All of these should be administered by, or at least be on referral by, a qualified mental health professional who understands the shifting patterns of neurotransmission in the brain - we cannot afford a trial-and-error approach from a non-qualified person, as suicide can and does result from these disorders. It has been shown through research that suicidal behaviour increases during seasonal changes, significantly so for those with bipolar disorder. (Olin Centre for Neuropsychiatry, Hartford, CT).

Glamour: Are there ways to prevent it especially if you experience it at the same time every year?

SL: Complete prevention may not be possible since we know that this disorder emanates from changes in the brain that we cannot control. The deeper areas of the brain like the hypothalamus and the cerebellum may react to seasonal change even before we are fully aware and conscious of this happening. However, it is most helpful to anticipate that you may experience an episode of depression or mania and prepare yourself and the people around you for it. Then, if or when it happens, you are not in a space of shock or denial, but prepared to go immediately into compassionate action mode to address the symptoms that emerge in a constructive way, to seek immediate help, get treatment and make the necessary lifestyle changes required to ride out the episode.

It is so important to accept and work with a change in your health status, rather than resist it. In fact, the calmer you are and the more equanimity you can bring to the situation, the milder your symptoms are likely to be. If you are very sensitive to seasonal change and you know you are likely to struggle, then the moment you can feel the symptoms creeping up on you, the quicker you can put action plans in place to mitigate them. Having a plan in place before the episode hits is very empowering for everyone involved. Again, acceptance is key. Work with the changes, not against them, even if you don't like or want them. We can't change reality, our best course is to flow with, lean into, and work with, not against, the experiences we are having.

Glamour: When should one be concerned?

SL: Any episode of mental illness is very serious and should create concern. Mood disorders bring great suffering, they impact functioning in a very significant way, and they are potentially fatal. Bipolar disorder and suicide are strongly linked, particularly in the depressive phase. As soon as symptoms look like they are overwhelming the capacity of the person and their support system to cope, emergency medical treatment must be sought. In some instances, hospitalisation may be required. What we are talking about here is not just "winter blues" or "spring fever". We are talking about very serious medical conditions, and once the two weeks for diagnosing a depression episode or the one week for diagnosing a mania have passed, then medical treatment must be sought urgently. There is very definitely cause for concern once a disorder of the mind has been diagnosed clinically.

Glamour: What type of help or support is available?

SL: It would be my suggestion that any individual who suffers from a mental disorder with seasonal patterns should have a treating doctor (a psychiatrist), a psychotherapist or counsellor, and a professional person who is able to offer light therapy if the doctor deems it necessary. If you don't have any of these available to you, please contact the Netcare Akeso helpline on 086 143 5787 or [email protected] and they will refer you. The South African Depression and Anxiety Group (SADAG) are also available to assist on 0800 205 026 or 011 234 4837 or visit for further contact information.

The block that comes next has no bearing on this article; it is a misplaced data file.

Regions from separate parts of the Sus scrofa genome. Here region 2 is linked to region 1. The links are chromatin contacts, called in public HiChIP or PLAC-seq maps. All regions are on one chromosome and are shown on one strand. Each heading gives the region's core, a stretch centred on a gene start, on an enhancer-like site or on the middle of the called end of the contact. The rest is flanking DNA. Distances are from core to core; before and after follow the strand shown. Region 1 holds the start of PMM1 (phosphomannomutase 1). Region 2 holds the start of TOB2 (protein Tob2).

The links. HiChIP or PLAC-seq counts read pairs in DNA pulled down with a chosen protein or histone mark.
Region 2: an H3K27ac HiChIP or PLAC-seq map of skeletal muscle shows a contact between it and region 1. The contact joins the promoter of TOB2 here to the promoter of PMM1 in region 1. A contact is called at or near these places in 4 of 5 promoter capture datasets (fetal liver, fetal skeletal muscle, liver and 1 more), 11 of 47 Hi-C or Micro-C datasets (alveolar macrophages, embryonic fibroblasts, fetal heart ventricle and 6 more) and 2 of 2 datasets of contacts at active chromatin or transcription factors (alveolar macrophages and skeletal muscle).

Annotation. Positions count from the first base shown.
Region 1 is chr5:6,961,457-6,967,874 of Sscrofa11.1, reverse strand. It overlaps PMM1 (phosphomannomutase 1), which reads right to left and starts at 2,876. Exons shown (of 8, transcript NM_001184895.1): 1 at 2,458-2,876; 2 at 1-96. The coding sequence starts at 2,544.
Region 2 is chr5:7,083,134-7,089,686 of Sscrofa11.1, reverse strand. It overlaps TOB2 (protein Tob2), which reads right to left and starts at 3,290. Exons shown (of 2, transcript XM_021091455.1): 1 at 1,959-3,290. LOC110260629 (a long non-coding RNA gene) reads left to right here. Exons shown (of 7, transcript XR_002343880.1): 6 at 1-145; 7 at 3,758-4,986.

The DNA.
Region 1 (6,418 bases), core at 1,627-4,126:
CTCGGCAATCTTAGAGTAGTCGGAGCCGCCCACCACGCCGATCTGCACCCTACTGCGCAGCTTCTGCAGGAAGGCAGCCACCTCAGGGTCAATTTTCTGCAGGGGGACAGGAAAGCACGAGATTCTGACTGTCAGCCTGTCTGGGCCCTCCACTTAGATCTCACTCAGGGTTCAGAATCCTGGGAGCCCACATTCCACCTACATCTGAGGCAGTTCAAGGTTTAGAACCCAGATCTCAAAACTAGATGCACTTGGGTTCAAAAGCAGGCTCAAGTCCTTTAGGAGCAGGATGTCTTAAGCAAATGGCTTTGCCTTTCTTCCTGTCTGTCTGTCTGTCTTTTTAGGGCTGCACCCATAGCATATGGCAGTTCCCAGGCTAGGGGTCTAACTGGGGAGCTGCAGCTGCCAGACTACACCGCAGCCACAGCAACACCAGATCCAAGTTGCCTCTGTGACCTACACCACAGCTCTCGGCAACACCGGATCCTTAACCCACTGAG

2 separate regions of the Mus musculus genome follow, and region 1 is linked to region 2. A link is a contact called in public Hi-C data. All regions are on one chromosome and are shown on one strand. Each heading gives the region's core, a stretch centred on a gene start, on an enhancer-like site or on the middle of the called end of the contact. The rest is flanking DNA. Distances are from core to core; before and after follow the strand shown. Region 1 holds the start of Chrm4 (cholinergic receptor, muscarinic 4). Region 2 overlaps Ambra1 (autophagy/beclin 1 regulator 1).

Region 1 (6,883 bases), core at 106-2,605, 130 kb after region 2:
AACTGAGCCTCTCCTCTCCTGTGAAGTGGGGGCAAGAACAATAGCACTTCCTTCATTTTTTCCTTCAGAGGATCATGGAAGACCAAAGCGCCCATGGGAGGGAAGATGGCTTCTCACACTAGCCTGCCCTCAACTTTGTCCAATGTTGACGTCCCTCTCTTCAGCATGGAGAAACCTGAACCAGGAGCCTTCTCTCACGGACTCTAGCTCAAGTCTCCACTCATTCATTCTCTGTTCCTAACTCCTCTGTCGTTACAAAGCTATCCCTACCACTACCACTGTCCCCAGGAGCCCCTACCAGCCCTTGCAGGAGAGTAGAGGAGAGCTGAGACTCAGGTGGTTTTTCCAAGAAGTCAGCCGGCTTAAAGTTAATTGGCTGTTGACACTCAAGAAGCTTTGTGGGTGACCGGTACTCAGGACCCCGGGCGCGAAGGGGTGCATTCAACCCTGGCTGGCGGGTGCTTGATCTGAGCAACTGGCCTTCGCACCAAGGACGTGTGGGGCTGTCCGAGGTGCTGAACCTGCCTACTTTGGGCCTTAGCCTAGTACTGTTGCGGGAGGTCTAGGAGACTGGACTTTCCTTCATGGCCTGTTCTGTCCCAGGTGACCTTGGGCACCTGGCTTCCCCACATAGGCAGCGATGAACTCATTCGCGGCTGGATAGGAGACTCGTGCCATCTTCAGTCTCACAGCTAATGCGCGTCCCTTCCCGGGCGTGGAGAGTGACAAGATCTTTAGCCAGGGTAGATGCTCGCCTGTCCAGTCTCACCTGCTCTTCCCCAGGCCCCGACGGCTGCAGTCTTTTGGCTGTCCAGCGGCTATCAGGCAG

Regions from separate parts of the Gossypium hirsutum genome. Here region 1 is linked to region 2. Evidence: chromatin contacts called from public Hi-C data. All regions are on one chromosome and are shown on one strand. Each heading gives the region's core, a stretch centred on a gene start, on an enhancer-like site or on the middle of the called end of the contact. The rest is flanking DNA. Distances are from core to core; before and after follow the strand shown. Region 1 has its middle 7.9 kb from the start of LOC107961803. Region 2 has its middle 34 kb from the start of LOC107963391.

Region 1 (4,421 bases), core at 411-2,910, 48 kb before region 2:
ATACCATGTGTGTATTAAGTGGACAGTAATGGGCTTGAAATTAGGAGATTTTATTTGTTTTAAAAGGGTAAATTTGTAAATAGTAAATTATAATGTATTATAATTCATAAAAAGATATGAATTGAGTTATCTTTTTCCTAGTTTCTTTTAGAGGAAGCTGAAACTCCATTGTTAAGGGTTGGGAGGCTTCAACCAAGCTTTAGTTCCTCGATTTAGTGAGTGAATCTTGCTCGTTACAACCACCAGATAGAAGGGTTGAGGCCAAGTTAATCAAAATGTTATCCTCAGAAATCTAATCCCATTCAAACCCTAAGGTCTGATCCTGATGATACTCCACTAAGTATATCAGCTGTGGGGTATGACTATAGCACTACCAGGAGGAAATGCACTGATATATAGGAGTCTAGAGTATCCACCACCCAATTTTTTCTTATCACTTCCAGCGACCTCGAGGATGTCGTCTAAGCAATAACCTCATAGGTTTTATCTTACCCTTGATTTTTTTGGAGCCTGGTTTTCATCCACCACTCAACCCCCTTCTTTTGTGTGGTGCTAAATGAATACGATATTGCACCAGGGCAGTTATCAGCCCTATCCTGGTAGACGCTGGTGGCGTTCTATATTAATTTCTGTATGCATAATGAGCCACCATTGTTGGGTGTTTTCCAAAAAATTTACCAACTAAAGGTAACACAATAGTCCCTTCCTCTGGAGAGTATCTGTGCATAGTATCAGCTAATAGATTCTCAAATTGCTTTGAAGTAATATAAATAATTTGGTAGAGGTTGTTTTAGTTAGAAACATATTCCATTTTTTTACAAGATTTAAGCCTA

Glamour: Can it worsen if not attended to?

SL: Yes, it can as this is usually part of a larger disorder and it is important to know that mood disorders, like all disorders of the brain and nervous system, are serious, chronic, and potentially fatal.

Glamour: Please add any information you may deem necessary?

SL: An interesting point to make might be to share that researchers can show how our brains would have developed this sensitivity to seasonal change as a survival mechanism during our evolution. So, what started out as adaptation to ensure the human species could cope with and live through extreme changes in weather and light, later became disorders in certain vulnerable individuals. The causation is definitely in the brain, and it is not a matter of ‘seeking attention’, ‘copping out’, ‘acting out’ or ‘making it up’. People who fail to realise how serious these mental health difficulties are, sometimes say misguided things like ‘pull yourself together, other people are coping with this’, however that is a very dangerous message to someone with a mental disorder.

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Sandy’s Top 5 tips for managing seasonal depression or mania

● Don't minimise the seriousness of these illnesses

● Have a mental health treatment team in place, and if you don't have one, ensure you know how to find one quickly

● Read and learn as much as you can on this subject and share it with all the important people in your life (including your workplace)

● Have your own action plan in place for if you should become ill and especially remember the five-point management plan described above

● Don't panic, be extremely self-compassionate for the duration of the episode and know that it will pass if you take excellent care of yourself through the steps suggested, and ask for help (with no shame) from people trained to assist you if you are not coping.